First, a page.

Teach your child to love well. Help him to be kind and loving in all of his actions. Don’t let him get away with being rude, hitting, spitting, or kicking others or things. Give consequences when this happens.
Love him unconditionally, and he will learn what love looks like from you. If you are constantly yelling, threatening, or scaring your child, he will not know how to love others well.
Your child will need a spirit of love to overcome some of the hard things he will experience at school. Kids are mean. He will need God’s love to see the truth and not retaliate when in pain.
8. Tell the Truth
Teach your child to tell the truth. It is one of the most important character traits your child needs to learn to be successful at school.
Kids lie. That is a fact. Your job is to deal with the behavior early.
Many parents think it is cute and funny, but it is not. If you don’t catch it, then it will turn into a habit. A very bad habit.
Liars eventually get caught. And many times, the consequences are bad. Teach your child to tell the truth no matter how small it is. His life will be so much easier if he learns this before he goes to school.
9. Respect Authority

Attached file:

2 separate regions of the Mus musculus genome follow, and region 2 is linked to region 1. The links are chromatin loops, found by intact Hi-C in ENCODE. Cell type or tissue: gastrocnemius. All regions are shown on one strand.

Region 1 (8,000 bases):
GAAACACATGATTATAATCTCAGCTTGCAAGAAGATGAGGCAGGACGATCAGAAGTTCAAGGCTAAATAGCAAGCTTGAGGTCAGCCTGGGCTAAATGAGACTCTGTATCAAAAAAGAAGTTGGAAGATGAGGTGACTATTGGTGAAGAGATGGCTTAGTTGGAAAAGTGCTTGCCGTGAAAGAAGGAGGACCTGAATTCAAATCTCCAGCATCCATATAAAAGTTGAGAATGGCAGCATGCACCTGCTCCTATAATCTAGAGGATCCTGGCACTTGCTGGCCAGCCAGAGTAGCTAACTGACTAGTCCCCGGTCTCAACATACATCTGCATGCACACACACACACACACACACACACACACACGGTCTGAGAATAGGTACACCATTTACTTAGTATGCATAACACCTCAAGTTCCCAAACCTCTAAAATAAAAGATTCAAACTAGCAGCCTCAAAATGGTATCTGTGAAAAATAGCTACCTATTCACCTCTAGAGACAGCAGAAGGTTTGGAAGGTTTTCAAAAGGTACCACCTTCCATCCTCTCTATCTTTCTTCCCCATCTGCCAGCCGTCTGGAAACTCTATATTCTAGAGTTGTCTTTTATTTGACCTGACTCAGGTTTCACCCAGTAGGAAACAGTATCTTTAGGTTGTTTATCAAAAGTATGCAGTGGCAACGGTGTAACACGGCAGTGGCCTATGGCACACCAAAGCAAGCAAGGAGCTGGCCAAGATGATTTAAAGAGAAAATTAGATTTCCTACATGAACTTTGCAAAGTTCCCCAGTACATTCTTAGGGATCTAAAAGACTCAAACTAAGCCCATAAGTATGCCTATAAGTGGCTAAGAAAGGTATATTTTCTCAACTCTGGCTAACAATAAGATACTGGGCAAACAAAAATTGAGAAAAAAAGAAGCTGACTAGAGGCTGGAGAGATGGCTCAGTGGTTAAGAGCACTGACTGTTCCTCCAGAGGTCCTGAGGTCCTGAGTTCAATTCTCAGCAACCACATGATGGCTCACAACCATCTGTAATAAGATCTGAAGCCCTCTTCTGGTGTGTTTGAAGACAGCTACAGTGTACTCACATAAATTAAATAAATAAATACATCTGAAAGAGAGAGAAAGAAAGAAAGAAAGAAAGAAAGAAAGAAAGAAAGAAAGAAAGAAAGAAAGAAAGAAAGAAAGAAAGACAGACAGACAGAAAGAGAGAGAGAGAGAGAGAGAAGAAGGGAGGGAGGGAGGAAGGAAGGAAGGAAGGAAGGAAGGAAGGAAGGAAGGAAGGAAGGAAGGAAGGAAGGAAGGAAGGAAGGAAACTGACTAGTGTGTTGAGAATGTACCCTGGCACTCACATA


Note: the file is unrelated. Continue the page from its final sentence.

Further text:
Teach your child to respect authority.
It starts with your authority.
Require your child to obey what you say. If she ignores you, it will transfer to others such as teachers, the principal, dean of students, employer, and the law.
If you ask your child to do something, be prepared for non-compliance.
Have a plan in place so that when it happens you don’t make idle threats. Follow through with the consequences and praise for obedience.
Respect includes not only you but property, others, and even herself. Again, it is important you model the same behavior. If you don’t respect others, the law, or yourself then how can your child?
This one problem seems to get more kids in trouble.
Our schools would be totally different if kids respected authority.
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Leave a Legacy with Good Character Traits
Your child is your legacy. He reflects you and your family. This is not to make you panic and demand perfection. It is to make you aware of your responsibility to do things right.
What you do or don’t do makes a difference in the life of your child. I understand it requires an enormous amount of patience and time, but it is worth it.
You can do this!
Work on these 9 character qualities before school starts and keep working on them as your child ages. One day you may be pleasantly surprised your child is a joy to you and others.
Even sweet smelling. But the tennis shoes…that may be a hopeless cause.
“It’s clear that teaching character and essential skills in schools has the potential to have a real impact on outcomes for pupils, particularly those from disadvantaged homes.” – Kevan Collins, chief executive Educational Endowment Foundation
What character traits do you think are important to teach your child?